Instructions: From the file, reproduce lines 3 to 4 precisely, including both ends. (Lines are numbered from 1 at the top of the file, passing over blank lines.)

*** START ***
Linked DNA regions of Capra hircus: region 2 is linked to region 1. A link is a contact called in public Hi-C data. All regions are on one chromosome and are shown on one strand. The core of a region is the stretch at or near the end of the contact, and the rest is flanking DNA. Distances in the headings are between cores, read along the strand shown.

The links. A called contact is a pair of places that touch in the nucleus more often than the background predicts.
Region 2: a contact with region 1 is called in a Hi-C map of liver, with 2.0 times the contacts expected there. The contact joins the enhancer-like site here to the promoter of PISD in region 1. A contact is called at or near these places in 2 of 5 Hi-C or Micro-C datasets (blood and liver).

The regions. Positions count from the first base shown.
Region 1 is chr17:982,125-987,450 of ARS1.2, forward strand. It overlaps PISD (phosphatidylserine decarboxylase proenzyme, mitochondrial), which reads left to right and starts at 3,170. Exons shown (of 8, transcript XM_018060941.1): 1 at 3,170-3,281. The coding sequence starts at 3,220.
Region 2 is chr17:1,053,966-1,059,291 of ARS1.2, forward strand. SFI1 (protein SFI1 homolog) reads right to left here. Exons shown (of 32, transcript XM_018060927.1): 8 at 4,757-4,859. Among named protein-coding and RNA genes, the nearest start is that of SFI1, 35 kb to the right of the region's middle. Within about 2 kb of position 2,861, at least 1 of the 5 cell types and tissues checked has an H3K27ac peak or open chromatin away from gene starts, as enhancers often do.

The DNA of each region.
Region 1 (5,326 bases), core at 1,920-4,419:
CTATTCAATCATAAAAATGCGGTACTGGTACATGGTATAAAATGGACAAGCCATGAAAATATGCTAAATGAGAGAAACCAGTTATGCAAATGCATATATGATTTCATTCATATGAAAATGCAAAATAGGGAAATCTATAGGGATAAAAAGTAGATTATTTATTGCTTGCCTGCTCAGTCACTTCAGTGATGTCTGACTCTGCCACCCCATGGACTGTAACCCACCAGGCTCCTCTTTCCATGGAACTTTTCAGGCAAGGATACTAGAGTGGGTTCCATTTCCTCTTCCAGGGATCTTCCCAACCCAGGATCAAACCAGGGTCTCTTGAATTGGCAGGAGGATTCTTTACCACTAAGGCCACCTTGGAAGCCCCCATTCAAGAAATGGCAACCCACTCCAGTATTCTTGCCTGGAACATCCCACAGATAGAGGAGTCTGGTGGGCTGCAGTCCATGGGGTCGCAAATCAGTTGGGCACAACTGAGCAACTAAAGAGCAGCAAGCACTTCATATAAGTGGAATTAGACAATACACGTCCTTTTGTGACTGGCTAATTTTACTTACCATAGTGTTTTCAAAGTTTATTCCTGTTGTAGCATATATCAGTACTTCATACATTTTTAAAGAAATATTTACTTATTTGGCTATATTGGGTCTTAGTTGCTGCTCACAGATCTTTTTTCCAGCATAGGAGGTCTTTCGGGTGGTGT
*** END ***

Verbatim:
Region 2: a contact with region 1 is called in a Hi-C map of liver, with 2.0 times the contacts expected there. The contact joins the enhancer-like site here to the promoter of PISD in region 1. A contact is called at or near these places in 2 of 5 Hi-C or Micro-C datasets (blood and liver).

The regions. Positions count from the first base shown.